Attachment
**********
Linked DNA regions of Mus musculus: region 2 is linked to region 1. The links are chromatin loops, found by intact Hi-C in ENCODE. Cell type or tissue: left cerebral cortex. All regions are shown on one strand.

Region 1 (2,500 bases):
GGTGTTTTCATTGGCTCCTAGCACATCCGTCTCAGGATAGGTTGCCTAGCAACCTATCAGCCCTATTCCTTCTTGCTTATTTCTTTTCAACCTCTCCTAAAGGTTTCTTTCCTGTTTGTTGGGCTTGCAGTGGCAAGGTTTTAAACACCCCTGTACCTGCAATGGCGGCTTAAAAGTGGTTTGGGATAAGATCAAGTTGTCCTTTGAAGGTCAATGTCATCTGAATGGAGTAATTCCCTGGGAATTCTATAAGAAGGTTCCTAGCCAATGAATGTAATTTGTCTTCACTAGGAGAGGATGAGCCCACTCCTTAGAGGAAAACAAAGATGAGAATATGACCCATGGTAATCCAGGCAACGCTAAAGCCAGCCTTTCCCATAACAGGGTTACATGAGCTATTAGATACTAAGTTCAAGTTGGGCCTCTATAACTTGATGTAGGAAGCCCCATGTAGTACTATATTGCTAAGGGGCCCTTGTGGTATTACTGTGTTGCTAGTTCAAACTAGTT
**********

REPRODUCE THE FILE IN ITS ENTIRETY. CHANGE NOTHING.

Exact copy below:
Linked DNA regions of Mus musculus: region 2 is linked to region 1. The links are chromatin loops, found by intact Hi-C in ENCODE. Cell type or tissue: left cerebral cortex. All regions are shown on one strand.

Region 1 (2,500 bases):
GGTGTTTTCATTGGCTCCTAGCACATCCGTCTCAGGATAGGTTGCCTAGCAACCTATCAGCCCTATTCCTTCTTGCTTATTTCTTTTCAACCTCTCCTAAAGGTTTCTTTCCTGTTTGTTGGGCTTGCAGTGGCAAGGTTTTAAACACCCCTGTACCTGCAATGGCGGCTTAAAAGTGGTTTGGGATAAGATCAAGTTGTCCTTTGAAGGTCAATGTCATCTGAATGGAGTAATTCCCTGGGAATTCTATAAGAAGGTTCCTAGCCAATGAATGTAATTTGTCTTCACTAGGAGAGGATGAGCCCACTCCTTAGAGGAAAACAAAGATGAGAATATGACCCATGGTAATCCAGGCAACGCTAAAGCCAGCCTTTCCCATAACAGGGTTACATGAGCTATTAGATACTAAGTTCAAGTTGGGCCTCTATAACTTGATGTAGGAAGCCCCATGTAGTACTATATTGCTAAGGGGCCCTTGTGGTATTACTGTGTTGCTAGTTCAAACTAGTT